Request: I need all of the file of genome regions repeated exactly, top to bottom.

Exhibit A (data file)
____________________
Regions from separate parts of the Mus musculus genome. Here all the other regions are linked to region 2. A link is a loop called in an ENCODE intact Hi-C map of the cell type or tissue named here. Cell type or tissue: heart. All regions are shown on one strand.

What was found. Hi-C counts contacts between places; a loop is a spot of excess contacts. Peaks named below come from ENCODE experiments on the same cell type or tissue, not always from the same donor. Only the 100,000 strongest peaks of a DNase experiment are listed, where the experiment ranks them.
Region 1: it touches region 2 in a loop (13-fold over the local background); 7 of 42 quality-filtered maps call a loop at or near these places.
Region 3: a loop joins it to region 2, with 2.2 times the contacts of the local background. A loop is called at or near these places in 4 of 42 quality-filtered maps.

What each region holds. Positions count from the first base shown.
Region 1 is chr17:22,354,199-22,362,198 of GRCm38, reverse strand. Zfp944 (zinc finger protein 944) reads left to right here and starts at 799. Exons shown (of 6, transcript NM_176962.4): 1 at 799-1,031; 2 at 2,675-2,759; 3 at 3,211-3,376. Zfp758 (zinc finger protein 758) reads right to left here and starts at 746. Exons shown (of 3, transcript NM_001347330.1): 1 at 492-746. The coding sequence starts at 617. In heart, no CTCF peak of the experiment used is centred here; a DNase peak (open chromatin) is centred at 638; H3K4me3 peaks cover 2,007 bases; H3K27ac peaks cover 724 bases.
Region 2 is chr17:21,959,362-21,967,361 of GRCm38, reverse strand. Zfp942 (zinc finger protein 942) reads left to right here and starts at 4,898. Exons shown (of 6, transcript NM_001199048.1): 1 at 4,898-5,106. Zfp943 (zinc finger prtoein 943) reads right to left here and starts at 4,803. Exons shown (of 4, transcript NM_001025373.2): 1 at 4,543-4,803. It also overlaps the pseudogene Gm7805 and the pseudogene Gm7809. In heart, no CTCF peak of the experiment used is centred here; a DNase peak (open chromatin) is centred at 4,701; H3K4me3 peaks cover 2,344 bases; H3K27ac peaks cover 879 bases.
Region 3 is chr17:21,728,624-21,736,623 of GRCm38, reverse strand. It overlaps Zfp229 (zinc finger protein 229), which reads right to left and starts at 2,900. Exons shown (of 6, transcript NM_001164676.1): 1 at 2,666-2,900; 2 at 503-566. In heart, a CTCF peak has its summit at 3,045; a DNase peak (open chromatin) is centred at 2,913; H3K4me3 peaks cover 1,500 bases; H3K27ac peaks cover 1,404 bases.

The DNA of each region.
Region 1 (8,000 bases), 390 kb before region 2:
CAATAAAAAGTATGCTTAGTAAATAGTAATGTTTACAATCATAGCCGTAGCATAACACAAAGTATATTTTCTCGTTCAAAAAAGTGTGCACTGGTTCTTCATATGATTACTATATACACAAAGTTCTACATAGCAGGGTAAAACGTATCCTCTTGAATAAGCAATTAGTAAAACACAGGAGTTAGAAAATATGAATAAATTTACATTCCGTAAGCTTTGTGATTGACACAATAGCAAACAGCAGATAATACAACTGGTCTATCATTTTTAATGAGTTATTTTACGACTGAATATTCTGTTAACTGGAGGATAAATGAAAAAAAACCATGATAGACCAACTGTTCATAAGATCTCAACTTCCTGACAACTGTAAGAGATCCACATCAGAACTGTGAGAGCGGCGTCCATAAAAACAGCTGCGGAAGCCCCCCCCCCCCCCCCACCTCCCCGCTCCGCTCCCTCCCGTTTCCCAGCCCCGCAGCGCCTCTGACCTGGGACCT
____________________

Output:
Regions from separate parts of the Mus musculus genome. Here all the other regions are linked to region 2. A link is a loop called in an ENCODE intact Hi-C map of the cell type or tissue named here. Cell type or tissue: heart. All regions are shown on one strand.

What was found. Hi-C counts contacts between places; a loop is a spot of excess contacts. Peaks named below come from ENCODE experiments on the same cell type or tissue, not always from the same donor. Only the 100,000 strongest peaks of a DNase experiment are listed, where the experiment ranks them.
Region 1: it touches region 2 in a loop (13-fold over the local background); 7 of 42 quality-filtered maps call a loop at or near these places.
Region 3: a loop joins it to region 2, with 2.2 times the contacts of the local background. A loop is called at or near these places in 4 of 42 quality-filtered maps.

What each region holds. Positions count from the first base shown.
Region 1 is chr17:22,354,199-22,362,198 of GRCm38, reverse strand. Zfp944 (zinc finger protein 944) reads left to right here and starts at 799. Exons shown (of 6, transcript NM_176962.4): 1 at 799-1,031; 2 at 2,675-2,759; 3 at 3,211-3,376. Zfp758 (zinc finger protein 758) reads right to left here and starts at 746. Exons shown (of 3, transcript NM_001347330.1): 1 at 492-746. The coding sequence starts at 617. In heart, no CTCF peak of the experiment used is centred here; a DNase peak (open chromatin) is centred at 638; H3K4me3 peaks cover 2,007 bases; H3K27ac peaks cover 724 bases.
Region 2 is chr17:21,959,362-21,967,361 of GRCm38, reverse strand. Zfp942 (zinc finger protein 942) reads left to right here and starts at 4,898. Exons shown (of 6, transcript NM_001199048.1): 1 at 4,898-5,106. Zfp943 (zinc finger prtoein 943) reads right to left here and starts at 4,803. Exons shown (of 4, transcript NM_001025373.2): 1 at 4,543-4,803. It also overlaps the pseudogene Gm7805 and the pseudogene Gm7809. In heart, no CTCF peak of the experiment used is centred here; a DNase peak (open chromatin) is centred at 4,701; H3K4me3 peaks cover 2,344 bases; H3K27ac peaks cover 879 bases.
Region 3 is chr17:21,728,624-21,736,623 of GRCm38, reverse strand. It overlaps Zfp229 (zinc finger protein 229), which reads right to left and starts at 2,900. Exons shown (of 6, transcript NM_001164676.1): 1 at 2,666-2,900; 2 at 503-566. In heart, a CTCF peak has its summit at 3,045; a DNase peak (open chromatin) is centred at 2,913; H3K4me3 peaks cover 1,500 bases; H3K27ac peaks cover 1,404 bases.

The DNA of each region.
Region 1 (8,000 bases), 390 kb before region 2:
CAATAAAAAGTATGCTTAGTAAATAGTAATGTTTACAATCATAGCCGTAGCATAACACAAAGTATATTTTCTCGTTCAAAAAAGTGTGCACTGGTTCTTCATATGATTACTATATACACAAAGTTCTACATAGCAGGGTAAAACGTATCCTCTTGAATAAGCAATTAGTAAAACACAGGAGTTAGAAAATATGAATAAATTTACATTCCGTAAGCTTTGTGATTGACACAATAGCAAACAGCAGATAATACAACTGGTCTATCATTTTTAATGAGTTATTTTACGACTGAATATTCTGTTAACTGGAGGATAAATGAAAAAAAACCATGATAGACCAACTGTTCATAAGATCTCAACTTCCTGACAACTGTAAGAGATCCACATCAGAACTGTGAGAGCGGCGTCCATAAAAACAGCTGCGGAAGCCCCCCCCCCCCCCCCACCTCCCCGCTCCGCTCCCTCCCGTTTCCCAGCCCCGCAGCGCCTCTGACCTGGGACCT